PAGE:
I promised myself that I wouldn’t make predictions in 2020. I would write about what I wanted to happen, or what I feared could happen, but I would not play the game of definitively saying what would happen, both in order to avoid common pundit fallacies and (more importantly) to avoid looking stupid.
I broke that promise pretty definitively last Friday night, when I predicted that President Donald Trump would nominate Amy Coney Barrett to replace Ruth Bader Ginsburg on the Supreme Court, and that U.S. Senate would confirm her after the November election. There is still plenty of time for me to be proven wrong, and I very much hope to be.
But I still think my on-the-spot vision of the immediate post-Ginsburg future is more plausible than that of, to take just one example, Missouri’s former senator Claire McCaskill. “Everyone take a deep breath,” she wrote last Friday evening. “McConnell wants power. Period. Forcing this vote before Nov 3 guarantees he loses the Senate. Forcing this vote lame duck probably loses them more seats in 2022. (Portman,Toomey,Rubio,Iowa, etc).”
McCaskill believed, in other words, that fear of an electoral backlash would cause Senate Majority Leader Mitch McConnell to hit the brakes on a potential Ginsburg replacement, in order to protect senators representing states where energized and outraged Democrats could turn out in droves to defeat Trump. And McCaskill and I largely agree about the political implications of “forcing this vote” before November 3. Maine’s Susan Collins, for example has signaled her preference to wait for the election before holding a vote, but voters now reminded of her complicity in the rest of the GOP’s judiciary shenanigans could still turn her out.
That is exactly why I predicted a lame duck confirmation. It’s simply very difficult to imagine these Republican senators, with this leader, trading a thing they very much want—a period of complete dominance over the Supreme Court that could last decades—for the possibility of keeping a few Senate seats a few years from now.
Passing on a potentially tough vote in the lame duck period is the playbook you’d follow if your politics revolved around “avoiding doing controversial things in order to minimize the chances of losing a future election.” But that is the political playbook of the Senate Democrats—the playbook McCaskill strictly followed right through the end of her U.S. Senate tenure, carefully avoiding action that might turn off some key segment of the electorate.
Imagining that Republicans would think similarly requires not just forgetting recent history, it requires a strange ignorance about the motivations and goals of the person actually in charge of this process: not Donald Trump, but Mitch McConnell.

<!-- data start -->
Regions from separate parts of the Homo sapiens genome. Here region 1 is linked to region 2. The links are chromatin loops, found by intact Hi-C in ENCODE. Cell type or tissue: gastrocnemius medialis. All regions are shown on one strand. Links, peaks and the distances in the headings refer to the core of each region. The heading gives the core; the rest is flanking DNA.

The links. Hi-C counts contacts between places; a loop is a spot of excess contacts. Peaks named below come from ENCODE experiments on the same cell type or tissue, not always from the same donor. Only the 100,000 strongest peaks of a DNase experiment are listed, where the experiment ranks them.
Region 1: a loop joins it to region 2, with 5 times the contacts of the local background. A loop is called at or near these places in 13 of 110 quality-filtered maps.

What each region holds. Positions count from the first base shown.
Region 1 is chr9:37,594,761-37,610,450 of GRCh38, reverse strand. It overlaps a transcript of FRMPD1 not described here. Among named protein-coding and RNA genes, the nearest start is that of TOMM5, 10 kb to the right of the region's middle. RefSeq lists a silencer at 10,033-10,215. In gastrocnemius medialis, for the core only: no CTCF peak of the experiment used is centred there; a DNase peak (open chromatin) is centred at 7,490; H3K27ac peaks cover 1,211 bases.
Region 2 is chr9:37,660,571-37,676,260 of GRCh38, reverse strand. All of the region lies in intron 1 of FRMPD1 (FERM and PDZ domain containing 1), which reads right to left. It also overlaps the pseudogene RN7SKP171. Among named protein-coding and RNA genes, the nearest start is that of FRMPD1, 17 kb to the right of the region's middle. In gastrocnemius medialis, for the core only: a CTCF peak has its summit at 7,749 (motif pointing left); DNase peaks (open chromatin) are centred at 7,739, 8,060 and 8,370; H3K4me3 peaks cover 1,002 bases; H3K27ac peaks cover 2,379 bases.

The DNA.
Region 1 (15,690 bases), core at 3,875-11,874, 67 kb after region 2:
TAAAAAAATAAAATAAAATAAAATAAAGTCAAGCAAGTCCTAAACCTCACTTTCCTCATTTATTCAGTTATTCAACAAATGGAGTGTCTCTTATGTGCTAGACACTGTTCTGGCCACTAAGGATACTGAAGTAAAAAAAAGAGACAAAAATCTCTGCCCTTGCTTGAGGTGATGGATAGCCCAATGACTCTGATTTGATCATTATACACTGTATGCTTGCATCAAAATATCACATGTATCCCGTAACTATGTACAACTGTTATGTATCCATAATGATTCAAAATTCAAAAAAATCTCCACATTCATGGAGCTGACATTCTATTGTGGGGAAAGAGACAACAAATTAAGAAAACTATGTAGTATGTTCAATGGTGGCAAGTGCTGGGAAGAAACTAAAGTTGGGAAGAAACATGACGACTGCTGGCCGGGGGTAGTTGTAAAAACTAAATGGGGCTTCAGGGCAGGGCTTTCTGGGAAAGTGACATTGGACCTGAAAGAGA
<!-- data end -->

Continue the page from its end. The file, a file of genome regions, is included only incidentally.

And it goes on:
McCaskill correctly notes that his goal is “power,” but she may not understand that some people have goals besides ensuring that a particular set of people maximize their chances to win future elections. Mitch McConnell’s personal goal, as I wrote for The New Republic in 2019, was seemingly always to become the majority leader of the U.S. Senate, but he does not let fear of the electorate get in the way of his political project, which is to reorient American governance around the narrow plutocratic interests of his political benefactors, and immunize conservative power from the ballot box through permanent domination of the judiciary.
If you understood that, it should have been easy, on Friday, to imagine McConnell, on Monday, absolutely slathering on the smarm, bathing in liberal agita over the Merrick Garland nomination, serenely announcing that whatever pretext he invented for his former actions no longer applied, and that he had some new justification for simply doing the thing he wanted to do. That it was predictable made it no less enraging, but Democrats crying hypocrisy or warning of dire electoral consequences will not dent McConnell’s determination.
The majority leader does believe in protecting his most vulnerable members, of course. That is why he allows senators such as Susan Collins to cast dissenting votes—when he has votes to spare. He will either allow Collins and Lisa Murkowski to oppose Trump’s nominee before the election, or (more likely) he will simply hold the vote after the election, when Collins will have already won or lost. McConnell’s vulnerable members cease being vulnerable, win or lose, on November 4. As for Rob Portman and the rest of the class up for reelection in the future, McConnell will count on the electorate’s short attention span and his own proven ability to exploit popular backlash to an incoming Democratic president to win back (or maintain) control of the Senate for himself (or even his successor) in short order.
Even if that expected electoral redemption does not come, Mitch McConnell would still have reached his own brass ring. Everyone who follows American politics should understand McConnell clearly: He would not necessarily do so cheerfully, but he would sacrifice a Senate majority for a Supreme Court one. He lives to be majority leader, but he has accomplished that goal, and he would consider winning the war for the courts to be a more gratifying legacy than any single piece of legislation. The entire point of winning this power was to do this now.
Thanks to Mitt Romney, he seemingly has the votes. Democrats will need some plan of action for the Supreme Court that doesn’t rely on Mitch McConnell letting any argument of principle or precedent or even electoral catastrophe distract him from the apotheosis of his career.